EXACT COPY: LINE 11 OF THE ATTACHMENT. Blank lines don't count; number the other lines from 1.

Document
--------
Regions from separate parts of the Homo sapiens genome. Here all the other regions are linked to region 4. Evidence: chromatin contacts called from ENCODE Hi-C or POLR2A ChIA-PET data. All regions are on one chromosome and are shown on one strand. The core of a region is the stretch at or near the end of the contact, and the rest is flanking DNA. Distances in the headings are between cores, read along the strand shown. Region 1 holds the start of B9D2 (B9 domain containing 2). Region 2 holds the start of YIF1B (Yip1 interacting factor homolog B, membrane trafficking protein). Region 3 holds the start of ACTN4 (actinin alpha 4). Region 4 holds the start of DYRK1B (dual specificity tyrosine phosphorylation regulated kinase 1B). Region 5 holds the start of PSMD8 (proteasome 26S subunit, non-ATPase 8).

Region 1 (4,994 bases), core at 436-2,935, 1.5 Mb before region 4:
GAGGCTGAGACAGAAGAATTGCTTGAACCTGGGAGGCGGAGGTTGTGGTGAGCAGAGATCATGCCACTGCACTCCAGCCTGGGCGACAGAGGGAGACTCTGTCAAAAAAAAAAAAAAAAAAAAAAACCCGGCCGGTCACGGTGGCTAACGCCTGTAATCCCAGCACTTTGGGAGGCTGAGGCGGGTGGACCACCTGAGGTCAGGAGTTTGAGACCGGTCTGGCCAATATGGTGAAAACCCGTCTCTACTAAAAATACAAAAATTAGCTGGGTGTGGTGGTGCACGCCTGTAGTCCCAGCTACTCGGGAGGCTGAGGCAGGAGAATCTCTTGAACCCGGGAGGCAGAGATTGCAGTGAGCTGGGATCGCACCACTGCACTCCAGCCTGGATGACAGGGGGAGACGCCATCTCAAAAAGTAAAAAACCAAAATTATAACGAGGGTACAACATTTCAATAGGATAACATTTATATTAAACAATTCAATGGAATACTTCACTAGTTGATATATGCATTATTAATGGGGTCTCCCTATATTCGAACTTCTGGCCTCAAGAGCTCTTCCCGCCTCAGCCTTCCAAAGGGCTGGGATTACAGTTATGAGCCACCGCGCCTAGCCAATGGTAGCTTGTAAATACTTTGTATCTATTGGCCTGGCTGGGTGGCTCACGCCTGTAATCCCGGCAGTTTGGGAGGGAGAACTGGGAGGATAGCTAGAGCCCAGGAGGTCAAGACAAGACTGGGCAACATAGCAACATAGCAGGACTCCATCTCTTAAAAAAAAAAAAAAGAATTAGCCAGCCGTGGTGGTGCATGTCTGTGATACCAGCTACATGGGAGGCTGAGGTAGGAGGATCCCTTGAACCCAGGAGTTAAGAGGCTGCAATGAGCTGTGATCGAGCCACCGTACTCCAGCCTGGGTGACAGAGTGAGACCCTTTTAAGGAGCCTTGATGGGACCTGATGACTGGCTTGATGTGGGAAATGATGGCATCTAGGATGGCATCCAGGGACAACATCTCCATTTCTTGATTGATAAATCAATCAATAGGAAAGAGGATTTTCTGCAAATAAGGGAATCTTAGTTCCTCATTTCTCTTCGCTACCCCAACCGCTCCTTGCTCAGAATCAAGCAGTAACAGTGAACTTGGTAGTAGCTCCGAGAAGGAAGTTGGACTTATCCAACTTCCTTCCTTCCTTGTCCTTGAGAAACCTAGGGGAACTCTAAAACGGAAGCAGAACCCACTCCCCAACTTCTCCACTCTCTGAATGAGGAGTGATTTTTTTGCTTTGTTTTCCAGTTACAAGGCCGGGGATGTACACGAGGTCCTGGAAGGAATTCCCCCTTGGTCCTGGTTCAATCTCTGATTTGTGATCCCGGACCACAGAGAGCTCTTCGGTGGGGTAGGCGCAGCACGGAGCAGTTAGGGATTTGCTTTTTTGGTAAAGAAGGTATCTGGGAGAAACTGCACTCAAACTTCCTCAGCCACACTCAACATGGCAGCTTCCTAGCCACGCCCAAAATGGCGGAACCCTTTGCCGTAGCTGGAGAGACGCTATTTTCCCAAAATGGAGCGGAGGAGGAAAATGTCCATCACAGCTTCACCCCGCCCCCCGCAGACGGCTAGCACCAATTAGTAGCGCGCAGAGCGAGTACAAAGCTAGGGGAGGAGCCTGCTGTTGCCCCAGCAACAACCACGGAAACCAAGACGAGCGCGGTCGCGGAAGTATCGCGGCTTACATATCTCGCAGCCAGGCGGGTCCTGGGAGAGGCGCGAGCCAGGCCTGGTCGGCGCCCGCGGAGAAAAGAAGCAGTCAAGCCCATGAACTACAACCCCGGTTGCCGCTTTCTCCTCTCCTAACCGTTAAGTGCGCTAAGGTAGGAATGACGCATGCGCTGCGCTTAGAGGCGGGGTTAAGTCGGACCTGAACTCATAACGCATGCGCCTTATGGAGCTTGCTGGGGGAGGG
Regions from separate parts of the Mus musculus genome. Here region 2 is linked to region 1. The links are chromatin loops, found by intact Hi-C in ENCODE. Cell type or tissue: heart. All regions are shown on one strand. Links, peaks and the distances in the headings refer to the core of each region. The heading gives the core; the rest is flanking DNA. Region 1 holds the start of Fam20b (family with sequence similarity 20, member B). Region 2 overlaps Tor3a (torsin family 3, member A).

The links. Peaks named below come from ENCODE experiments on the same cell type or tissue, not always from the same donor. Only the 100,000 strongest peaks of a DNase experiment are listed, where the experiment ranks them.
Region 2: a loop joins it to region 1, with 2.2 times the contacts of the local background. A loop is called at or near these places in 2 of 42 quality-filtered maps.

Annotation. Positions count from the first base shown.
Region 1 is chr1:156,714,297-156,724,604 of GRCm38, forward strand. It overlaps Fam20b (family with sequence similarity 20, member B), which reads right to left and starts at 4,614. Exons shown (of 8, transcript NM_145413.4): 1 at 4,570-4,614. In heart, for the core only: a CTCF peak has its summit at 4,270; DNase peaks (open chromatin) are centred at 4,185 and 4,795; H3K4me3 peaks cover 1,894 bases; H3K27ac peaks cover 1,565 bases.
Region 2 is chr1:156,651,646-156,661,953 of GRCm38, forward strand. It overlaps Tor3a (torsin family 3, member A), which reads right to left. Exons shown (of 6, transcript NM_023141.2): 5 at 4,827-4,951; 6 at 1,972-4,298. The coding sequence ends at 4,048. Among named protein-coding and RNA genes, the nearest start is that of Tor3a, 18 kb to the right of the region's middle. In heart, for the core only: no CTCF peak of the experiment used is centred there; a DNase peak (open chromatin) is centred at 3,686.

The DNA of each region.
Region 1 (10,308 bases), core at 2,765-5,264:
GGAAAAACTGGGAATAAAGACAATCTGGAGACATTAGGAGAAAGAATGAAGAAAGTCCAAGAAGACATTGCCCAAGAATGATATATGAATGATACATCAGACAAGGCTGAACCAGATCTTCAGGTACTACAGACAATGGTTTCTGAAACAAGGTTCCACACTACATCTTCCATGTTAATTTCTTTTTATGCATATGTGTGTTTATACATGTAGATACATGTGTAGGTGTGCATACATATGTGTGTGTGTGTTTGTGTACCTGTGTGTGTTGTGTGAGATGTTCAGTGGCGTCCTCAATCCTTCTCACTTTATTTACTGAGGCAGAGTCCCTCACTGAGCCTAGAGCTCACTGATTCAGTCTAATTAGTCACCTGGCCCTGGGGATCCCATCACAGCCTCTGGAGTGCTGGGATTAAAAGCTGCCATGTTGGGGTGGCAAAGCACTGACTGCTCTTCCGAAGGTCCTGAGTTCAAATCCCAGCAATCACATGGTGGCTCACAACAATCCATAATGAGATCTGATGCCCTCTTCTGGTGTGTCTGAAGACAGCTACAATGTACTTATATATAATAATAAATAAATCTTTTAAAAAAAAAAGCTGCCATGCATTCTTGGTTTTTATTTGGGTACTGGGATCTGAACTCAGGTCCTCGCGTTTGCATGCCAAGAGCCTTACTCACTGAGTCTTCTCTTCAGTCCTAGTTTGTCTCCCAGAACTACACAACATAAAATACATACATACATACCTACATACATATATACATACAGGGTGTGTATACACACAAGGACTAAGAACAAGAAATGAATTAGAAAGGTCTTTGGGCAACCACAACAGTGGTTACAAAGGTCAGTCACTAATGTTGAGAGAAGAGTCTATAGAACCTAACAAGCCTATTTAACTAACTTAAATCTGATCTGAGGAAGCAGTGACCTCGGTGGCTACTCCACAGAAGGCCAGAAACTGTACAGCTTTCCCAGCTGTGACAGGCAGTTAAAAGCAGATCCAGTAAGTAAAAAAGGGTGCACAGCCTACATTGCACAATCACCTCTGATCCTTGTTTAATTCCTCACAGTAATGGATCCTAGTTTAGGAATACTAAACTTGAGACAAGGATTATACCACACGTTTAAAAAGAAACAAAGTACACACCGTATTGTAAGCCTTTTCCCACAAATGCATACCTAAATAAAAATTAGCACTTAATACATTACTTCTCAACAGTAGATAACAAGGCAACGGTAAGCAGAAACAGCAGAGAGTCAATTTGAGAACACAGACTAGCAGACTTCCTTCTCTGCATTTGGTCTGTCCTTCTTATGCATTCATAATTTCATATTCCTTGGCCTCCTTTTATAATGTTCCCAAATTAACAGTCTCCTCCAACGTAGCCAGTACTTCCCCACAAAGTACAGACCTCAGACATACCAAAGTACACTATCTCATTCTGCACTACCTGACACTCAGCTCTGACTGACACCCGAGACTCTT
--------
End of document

Region 1 (10,308 bases), core at 2,765-5,264: